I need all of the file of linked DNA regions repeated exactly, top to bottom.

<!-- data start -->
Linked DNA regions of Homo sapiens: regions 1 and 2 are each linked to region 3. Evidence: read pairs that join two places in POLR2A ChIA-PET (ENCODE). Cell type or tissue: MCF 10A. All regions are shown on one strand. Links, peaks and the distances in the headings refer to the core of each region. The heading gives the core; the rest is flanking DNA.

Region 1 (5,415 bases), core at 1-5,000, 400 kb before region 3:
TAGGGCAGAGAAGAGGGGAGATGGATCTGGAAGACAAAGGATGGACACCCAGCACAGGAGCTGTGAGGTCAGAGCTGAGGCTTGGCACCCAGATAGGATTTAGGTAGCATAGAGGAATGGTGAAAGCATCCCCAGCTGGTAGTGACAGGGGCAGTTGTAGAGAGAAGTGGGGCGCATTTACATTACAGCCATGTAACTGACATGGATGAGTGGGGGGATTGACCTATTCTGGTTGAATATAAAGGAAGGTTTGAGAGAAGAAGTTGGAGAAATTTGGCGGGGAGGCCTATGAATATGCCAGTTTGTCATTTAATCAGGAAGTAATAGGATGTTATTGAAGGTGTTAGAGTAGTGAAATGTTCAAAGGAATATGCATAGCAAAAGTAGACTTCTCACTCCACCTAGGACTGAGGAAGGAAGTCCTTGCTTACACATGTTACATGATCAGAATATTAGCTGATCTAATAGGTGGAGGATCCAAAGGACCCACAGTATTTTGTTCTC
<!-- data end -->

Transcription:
Linked DNA regions of Homo sapiens: regions 1 and 2 are each linked to region 3. Evidence: read pairs that join two places in POLR2A ChIA-PET (ENCODE). Cell type or tissue: MCF 10A. All regions are shown on one strand. Links, peaks and the distances in the headings refer to the core of each region. The heading gives the core; the rest is flanking DNA.

Region 1 (5,415 bases), core at 1-5,000, 400 kb before region 3:
TAGGGCAGAGAAGAGGGGAGATGGATCTGGAAGACAAAGGATGGACACCCAGCACAGGAGCTGTGAGGTCAGAGCTGAGGCTTGGCACCCAGATAGGATTTAGGTAGCATAGAGGAATGGTGAAAGCATCCCCAGCTGGTAGTGACAGGGGCAGTTGTAGAGAGAAGTGGGGCGCATTTACATTACAGCCATGTAACTGACATGGATGAGTGGGGGGATTGACCTATTCTGGTTGAATATAAAGGAAGGTTTGAGAGAAGAAGTTGGAGAAATTTGGCGGGGAGGCCTATGAATATGCCAGTTTGTCATTTAATCAGGAAGTAATAGGATGTTATTGAAGGTGTTAGAGTAGTGAAATGTTCAAAGGAATATGCATAGCAAAAGTAGACTTCTCACTCCACCTAGGACTGAGGAAGGAAGTCCTTGCTTACACATGTTACATGATCAGAATATTAGCTGATCTAATAGGTGGAGGATCCAAAGGACCCACAGTATTTTGTTCTC